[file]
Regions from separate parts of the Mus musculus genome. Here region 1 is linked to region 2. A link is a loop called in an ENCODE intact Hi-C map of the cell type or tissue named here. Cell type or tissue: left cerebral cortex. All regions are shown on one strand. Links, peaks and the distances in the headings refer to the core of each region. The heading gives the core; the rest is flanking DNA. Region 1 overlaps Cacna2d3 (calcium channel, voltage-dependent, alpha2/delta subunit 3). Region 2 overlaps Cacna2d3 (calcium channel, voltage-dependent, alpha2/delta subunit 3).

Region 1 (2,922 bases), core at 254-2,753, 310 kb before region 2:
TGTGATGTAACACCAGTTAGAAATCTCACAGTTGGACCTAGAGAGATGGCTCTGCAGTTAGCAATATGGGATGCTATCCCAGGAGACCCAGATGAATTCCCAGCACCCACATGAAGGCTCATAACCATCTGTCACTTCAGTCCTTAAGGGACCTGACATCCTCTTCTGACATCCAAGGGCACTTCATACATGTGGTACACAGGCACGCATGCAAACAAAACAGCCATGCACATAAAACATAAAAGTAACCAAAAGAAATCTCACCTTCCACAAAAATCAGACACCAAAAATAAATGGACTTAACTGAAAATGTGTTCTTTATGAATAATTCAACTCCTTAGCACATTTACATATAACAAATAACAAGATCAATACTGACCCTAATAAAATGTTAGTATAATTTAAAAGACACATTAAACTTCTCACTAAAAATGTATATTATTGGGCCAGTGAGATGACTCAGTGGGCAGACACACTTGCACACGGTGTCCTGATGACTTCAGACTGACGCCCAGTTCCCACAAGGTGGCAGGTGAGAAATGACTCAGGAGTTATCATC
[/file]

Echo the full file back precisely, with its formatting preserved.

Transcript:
Regions from separate parts of the Mus musculus genome. Here region 1 is linked to region 2. A link is a loop called in an ENCODE intact Hi-C map of the cell type or tissue named here. Cell type or tissue: left cerebral cortex. All regions are shown on one strand. Links, peaks and the distances in the headings refer to the core of each region. The heading gives the core; the rest is flanking DNA. Region 1 overlaps Cacna2d3 (calcium channel, voltage-dependent, alpha2/delta subunit 3). Region 2 overlaps Cacna2d3 (calcium channel, voltage-dependent, alpha2/delta subunit 3).

Region 1 (2,922 bases), core at 254-2,753, 310 kb before region 2:
TGTGATGTAACACCAGTTAGAAATCTCACAGTTGGACCTAGAGAGATGGCTCTGCAGTTAGCAATATGGGATGCTATCCCAGGAGACCCAGATGAATTCCCAGCACCCACATGAAGGCTCATAACCATCTGTCACTTCAGTCCTTAAGGGACCTGACATCCTCTTCTGACATCCAAGGGCACTTCATACATGTGGTACACAGGCACGCATGCAAACAAAACAGCCATGCACATAAAACATAAAAGTAACCAAAAGAAATCTCACCTTCCACAAAAATCAGACACCAAAAATAAATGGACTTAACTGAAAATGTGTTCTTTATGAATAATTCAACTCCTTAGCACATTTACATATAACAAATAACAAGATCAATACTGACCCTAATAAAATGTTAGTATAATTTAAAAGACACATTAAACTTCTCACTAAAAATGTATATTATTGGGCCAGTGAGATGACTCAGTGGGCAGACACACTTGCACACGGTGTCCTGATGACTTCAGACTGACGCCCAGTTCCCACAAGGTGGCAGGTGAGAAATGACTCAGGAGTTATCATC